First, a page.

Welcome to Gigaom’s new weekly Bitcoin roundup.
These events show why we need a better way to keep an eye on the fast-moving world of Bitcoin. Each Friday we’ll post a series of charts and new summaries to make Bitcoin a little more understandable for those inside and outside the cryptocurrency world.
This week in Bitcoin
The Bitcoin market this week fluctuated from a low of around $552 to a high around $668. It was a little stronger earlier in the week, before falling to $556 at publishing time. For background on why we’re using Coindesk’s Bitcoin Price Index, see note at bottom of the post.
But when put on a different axis, the price of bitcoins suddenly looks a lot more stable. The real story is with Mt. Gox, highlighted in yellow below, as customers struggle to withdraw cash and bitcoins from the troubled exchange.
In other news we covered this week:
- The Winklevoss Twins started Winkdex. The site, one typo away from being called a popular cleaning product, could actually be good for the currency, argued Jeff Roberts.
- Bitcoin ATMs started appearing throughout the U.S., although roll out could be slow because of regulations.
Here are some of the best reads from around the web this week:
- The Wall Street Journal visits the Mt. Gox protests in Tokyo and gets an email apology from the exchange’s owner.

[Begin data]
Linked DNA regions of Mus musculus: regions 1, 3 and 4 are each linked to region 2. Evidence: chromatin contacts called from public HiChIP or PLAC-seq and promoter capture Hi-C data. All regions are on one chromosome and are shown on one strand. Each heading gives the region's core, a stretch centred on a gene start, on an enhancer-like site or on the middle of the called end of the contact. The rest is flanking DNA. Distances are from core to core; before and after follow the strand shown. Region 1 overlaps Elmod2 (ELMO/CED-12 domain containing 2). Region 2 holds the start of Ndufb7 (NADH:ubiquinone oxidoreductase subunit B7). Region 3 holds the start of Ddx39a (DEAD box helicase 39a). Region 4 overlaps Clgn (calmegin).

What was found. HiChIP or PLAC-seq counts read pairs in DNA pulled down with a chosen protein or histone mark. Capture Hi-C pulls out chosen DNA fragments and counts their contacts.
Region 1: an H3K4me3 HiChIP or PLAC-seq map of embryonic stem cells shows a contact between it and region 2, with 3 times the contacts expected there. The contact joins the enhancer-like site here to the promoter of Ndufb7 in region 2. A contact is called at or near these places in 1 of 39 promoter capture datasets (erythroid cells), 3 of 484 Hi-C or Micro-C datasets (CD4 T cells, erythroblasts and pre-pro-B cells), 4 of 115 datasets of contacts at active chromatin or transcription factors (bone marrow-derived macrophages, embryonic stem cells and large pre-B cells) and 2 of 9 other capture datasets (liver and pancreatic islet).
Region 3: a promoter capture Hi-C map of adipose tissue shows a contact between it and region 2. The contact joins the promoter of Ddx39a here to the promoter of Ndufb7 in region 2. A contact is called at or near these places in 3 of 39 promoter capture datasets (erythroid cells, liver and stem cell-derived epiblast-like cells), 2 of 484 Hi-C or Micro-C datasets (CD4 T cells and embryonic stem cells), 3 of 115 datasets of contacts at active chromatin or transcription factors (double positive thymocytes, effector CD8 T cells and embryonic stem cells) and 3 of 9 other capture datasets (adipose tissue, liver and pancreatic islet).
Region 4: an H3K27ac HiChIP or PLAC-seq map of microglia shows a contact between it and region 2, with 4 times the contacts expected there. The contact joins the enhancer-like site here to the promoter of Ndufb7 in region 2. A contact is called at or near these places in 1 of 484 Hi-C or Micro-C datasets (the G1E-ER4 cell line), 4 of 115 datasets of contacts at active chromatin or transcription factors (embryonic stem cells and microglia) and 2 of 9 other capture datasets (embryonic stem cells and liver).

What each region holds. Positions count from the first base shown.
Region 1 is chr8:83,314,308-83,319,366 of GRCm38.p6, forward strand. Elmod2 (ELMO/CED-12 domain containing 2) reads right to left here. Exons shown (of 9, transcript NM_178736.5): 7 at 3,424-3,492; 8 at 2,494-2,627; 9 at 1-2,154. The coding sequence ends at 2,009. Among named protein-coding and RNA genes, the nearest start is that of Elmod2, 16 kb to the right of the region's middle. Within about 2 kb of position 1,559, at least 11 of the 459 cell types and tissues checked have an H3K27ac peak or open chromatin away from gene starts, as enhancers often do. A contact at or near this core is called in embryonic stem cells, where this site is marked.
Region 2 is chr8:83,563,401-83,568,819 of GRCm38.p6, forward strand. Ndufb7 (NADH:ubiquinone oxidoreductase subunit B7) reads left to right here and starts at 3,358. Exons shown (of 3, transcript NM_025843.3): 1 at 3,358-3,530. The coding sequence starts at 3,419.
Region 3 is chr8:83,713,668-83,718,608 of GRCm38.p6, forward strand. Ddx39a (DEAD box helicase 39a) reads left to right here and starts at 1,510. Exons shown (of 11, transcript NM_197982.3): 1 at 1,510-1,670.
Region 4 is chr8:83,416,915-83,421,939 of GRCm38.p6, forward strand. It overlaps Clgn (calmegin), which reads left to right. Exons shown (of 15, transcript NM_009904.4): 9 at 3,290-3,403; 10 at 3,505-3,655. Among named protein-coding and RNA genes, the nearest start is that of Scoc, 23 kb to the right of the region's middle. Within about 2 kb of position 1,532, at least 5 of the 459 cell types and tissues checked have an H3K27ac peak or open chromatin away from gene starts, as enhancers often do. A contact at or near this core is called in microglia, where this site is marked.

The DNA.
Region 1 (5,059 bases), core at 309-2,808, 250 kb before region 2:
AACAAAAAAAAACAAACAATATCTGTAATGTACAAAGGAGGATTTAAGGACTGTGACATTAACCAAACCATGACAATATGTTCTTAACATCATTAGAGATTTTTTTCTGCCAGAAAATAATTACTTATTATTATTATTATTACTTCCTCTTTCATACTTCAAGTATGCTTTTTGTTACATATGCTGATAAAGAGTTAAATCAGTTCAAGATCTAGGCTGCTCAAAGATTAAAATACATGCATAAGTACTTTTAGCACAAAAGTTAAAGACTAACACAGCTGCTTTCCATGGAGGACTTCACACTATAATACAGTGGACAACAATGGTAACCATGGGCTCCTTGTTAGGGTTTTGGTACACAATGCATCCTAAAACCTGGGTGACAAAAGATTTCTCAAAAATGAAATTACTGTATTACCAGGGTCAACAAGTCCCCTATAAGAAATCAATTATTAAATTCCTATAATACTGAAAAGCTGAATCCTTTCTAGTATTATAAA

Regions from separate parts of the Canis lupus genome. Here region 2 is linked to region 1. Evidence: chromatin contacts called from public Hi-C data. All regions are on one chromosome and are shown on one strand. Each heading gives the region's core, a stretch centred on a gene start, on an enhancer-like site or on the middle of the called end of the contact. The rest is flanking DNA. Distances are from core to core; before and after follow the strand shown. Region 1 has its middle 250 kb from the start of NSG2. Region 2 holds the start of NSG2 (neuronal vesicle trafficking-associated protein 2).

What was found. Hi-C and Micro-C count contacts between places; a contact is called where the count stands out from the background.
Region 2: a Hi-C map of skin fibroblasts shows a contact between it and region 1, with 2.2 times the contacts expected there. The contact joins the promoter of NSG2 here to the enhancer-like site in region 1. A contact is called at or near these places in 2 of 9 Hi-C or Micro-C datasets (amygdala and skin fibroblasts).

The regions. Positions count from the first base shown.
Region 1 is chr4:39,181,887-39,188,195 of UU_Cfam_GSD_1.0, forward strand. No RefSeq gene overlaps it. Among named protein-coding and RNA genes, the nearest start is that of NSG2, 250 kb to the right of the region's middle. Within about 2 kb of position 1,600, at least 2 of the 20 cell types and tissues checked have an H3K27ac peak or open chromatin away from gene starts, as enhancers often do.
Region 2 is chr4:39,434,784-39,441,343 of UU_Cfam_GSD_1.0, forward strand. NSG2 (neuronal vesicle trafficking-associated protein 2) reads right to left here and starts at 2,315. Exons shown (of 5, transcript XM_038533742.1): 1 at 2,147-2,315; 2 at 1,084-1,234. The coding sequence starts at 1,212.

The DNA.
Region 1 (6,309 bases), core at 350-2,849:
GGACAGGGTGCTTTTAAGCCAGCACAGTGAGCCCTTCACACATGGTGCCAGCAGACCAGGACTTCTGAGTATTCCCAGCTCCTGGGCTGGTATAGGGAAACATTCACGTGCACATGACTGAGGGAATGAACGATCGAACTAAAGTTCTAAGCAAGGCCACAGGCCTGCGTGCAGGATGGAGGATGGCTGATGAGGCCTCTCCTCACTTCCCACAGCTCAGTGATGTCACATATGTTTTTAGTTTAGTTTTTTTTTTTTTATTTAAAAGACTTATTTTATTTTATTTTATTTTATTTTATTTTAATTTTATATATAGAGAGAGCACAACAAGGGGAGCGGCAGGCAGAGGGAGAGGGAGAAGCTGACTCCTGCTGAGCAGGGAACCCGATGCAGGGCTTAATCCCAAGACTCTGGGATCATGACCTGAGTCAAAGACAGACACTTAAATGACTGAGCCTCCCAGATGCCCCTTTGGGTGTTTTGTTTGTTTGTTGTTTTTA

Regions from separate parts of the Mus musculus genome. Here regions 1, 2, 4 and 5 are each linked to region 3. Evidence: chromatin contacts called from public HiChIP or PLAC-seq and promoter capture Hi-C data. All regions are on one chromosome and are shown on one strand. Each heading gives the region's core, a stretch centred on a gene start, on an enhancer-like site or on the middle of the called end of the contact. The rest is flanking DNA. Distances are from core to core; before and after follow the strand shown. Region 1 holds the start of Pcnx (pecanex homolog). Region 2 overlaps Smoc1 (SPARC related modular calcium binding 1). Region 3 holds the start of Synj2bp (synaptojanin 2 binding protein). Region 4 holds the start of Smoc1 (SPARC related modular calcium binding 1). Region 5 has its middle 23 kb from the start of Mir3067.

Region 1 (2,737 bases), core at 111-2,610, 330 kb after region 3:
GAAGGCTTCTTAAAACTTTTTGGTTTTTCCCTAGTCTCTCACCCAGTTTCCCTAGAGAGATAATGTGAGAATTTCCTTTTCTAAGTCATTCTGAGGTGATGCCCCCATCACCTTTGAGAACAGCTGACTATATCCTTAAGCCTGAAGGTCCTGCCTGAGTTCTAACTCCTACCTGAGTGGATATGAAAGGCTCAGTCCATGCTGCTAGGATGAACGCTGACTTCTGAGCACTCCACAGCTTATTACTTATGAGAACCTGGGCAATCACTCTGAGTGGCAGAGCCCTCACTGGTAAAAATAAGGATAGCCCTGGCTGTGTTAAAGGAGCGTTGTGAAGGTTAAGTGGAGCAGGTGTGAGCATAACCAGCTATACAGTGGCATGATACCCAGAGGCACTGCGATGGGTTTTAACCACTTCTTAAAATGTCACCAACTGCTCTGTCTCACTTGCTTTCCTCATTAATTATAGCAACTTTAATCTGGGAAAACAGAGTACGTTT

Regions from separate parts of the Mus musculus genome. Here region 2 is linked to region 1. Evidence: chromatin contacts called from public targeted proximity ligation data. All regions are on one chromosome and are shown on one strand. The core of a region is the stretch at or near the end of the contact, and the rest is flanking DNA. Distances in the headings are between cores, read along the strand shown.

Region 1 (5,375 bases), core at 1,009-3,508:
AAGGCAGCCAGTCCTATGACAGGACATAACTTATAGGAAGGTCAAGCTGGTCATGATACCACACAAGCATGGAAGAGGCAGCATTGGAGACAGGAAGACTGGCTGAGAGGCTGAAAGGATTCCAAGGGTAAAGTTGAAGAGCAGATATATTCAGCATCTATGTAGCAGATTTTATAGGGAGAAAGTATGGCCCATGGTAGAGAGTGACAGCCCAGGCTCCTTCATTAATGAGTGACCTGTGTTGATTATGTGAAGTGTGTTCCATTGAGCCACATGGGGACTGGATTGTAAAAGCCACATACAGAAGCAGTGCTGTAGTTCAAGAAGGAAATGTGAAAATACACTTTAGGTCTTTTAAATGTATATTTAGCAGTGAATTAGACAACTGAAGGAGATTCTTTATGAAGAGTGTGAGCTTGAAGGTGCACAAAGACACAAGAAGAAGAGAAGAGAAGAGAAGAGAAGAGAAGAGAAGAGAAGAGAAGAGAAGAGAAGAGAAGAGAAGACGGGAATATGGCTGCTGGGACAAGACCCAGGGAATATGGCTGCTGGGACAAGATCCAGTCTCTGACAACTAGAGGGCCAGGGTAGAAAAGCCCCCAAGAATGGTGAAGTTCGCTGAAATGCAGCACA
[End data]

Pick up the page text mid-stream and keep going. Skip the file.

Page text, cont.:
- Ben Lawsky, Superintendent of the New York Department of Financial Services, did a RedditAMA on how NY is considering regulations on cryptocurrencies.
- Could Bitcoin be the next Paypal? A TechCrunch article argues that the beginnings of PayPal may be a predictor for the future of Bitcoin.
Bitcoin in 2014
The Bitcoin price continues to fall from the start of the year. No surprise here since the Mt. Gox drama has introduced some uncertainty into the market.
Bitcoin’s weekly closing price since 2013
A note on our data: We use Coindesk’s Bitcoin Price Index to obtain both a historical and current reflection of the Bitcoin market. The BPI is an average of the two Bitcoin exchanges which meet their criteria, Bitstamp and BTC-e. To see the criteria for inclusion or for price updates by the minute, visit Coindesk. Since the market never closes, the “closing price” as noted in the graphics is based on end of day Greenwich Mean Time (GMT) or British Summer Time (BST).
Featured image from Thinkstock/Nevarpp